• John Lantos

The cost of miracles

If you knew that your child would be unable to walk, talk, swallow or breathe on their own, how much would you pay for a curative drug? Such drugs recently became available for children born with spinal muscular atrophy (SMA). One cost $750,000 for the first year and half that in every other year. Forever. The other cost $2,100,000 for a one-time dose.

Such prices, like much that we do in modern American medicine, seem offensive, outrageous, impossible, unsustainable, absurd. But then we read the dispassionate economic analyses and they realize that such pricing is inevitable. It is baked into the system because the drugs are less expensive than currently provided alternatives. Here’s how it works: The drugs treat a very rare disease. The market for their use will be tiny. They were expensive to develop. Legislation incentivizes drug companies to go after these tiny markets. They get enhanced patent-protection when they do. Furthermore, current therapies for spinal muscular atrophy are even more expensive and don’t work very well. The new drugs will lead to longer survival and fewer symptoms or complications. $2M, then, is a bargain.

SMA was just the first disease for which there was a $2M treatment. An FDA advisory committee is considering the evidence regarding a new gene therapy treatment for thalassemia. It will also cost $2M. Currently, patients with this disease must get find a stem cell donor (only 25% can find a matched donor) are receive bi-weekly blood transfusions which lead to iron overload and organ damage. Small but convincing studies of the new drug suggest that it can eliminate the need for transfusions or transplants in 90% of patients. The company that manufactures the new drug even guaranteed it, sort of. If the drug doesn’t work, they will payback 80% of the cost. That sounds good, though it would still leave the patient or insurance company with a $400,000 bill.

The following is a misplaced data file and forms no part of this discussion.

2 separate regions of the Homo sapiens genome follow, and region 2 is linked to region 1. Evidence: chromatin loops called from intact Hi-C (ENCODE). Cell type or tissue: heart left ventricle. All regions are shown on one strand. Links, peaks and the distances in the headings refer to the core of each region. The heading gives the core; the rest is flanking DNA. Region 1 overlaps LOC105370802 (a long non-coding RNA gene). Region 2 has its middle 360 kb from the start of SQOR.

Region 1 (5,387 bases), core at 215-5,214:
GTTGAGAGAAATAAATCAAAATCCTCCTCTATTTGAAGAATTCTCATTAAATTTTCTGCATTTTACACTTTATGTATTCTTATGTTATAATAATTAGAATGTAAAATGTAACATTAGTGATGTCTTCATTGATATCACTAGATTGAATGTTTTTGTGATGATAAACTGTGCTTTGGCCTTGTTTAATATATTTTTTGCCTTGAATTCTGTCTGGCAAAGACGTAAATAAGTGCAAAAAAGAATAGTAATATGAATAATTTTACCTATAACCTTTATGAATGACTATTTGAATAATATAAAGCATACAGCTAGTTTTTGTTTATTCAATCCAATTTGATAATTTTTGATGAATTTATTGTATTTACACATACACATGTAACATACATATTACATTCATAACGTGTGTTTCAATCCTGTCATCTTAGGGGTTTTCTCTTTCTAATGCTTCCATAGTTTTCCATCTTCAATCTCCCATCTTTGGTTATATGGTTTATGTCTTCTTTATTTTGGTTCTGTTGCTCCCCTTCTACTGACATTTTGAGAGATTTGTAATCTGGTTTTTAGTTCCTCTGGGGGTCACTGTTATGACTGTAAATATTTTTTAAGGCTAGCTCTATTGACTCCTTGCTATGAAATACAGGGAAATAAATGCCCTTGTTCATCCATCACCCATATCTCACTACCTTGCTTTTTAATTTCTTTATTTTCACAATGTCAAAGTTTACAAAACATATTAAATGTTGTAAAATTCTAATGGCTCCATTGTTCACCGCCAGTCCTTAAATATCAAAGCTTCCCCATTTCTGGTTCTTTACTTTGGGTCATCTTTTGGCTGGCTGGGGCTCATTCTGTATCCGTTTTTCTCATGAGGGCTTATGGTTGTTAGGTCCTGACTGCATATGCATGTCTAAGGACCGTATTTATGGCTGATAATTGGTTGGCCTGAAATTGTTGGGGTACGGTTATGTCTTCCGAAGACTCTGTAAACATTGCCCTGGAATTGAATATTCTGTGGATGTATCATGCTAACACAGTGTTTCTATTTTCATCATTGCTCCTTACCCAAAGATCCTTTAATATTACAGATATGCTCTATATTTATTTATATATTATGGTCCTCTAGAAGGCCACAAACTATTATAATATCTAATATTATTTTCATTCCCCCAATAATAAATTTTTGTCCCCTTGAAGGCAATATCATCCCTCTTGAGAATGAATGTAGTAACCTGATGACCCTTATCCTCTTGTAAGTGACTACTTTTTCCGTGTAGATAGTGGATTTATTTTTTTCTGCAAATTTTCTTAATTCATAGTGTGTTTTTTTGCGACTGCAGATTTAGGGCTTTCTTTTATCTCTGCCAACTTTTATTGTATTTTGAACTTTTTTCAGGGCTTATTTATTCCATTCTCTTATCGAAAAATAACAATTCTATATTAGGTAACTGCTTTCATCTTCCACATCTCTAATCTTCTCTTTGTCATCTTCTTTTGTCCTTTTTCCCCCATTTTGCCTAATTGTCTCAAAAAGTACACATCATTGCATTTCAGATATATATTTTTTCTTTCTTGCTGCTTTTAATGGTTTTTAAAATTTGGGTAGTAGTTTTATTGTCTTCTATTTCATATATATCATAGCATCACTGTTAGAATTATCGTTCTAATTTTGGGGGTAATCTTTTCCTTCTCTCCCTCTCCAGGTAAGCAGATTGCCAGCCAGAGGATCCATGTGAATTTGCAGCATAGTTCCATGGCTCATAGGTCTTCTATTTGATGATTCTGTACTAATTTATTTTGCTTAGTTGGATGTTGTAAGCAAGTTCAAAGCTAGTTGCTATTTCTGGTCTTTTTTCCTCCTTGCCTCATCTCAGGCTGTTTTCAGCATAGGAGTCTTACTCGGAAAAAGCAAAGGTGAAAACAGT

I recently spoke to the American Academy of Pediatrics about the high price of drugs and the failure of one after another legislative effort to curtail the inexorable rise. The problems are wicked ones, in that the solution to any one problem leads to another. The requirement that drugs rigorously demonstrate efficacy makes the process of bringing a drug to market more expensive. Incentives for generic drugs leads to situations in which manufacturers corner the market and raise prices, or to shortages of commonly used drugs with low profit margins.

As complex as those problems are, they are 20th century problems that reflect issues in population medicine rather than personalized medicine. In population medicine, economies of scale eventually prevail. Prices of drugs drop because most of the cost is in the development and testing of new drugs, rather than in their manufacture. That may not be the case in the future. Instead, drugs will be manufactured as needed for individual patients. There will be no economies of scale. There will be no generics. We don’t know how to regulate the development of these drugs or even think about pricing. The first $2M drugs will certainly not be the last. Frighteningly, they might someday even seem inexpensive.

Seems insane but, as The Fat Man says to his bewildered intern in The House of God, “That’s not crazy, that’s modern medicine.” First, we are awestruck and grateful for cures that seem almost miraculous. Then we have to decide whether we can afford them.

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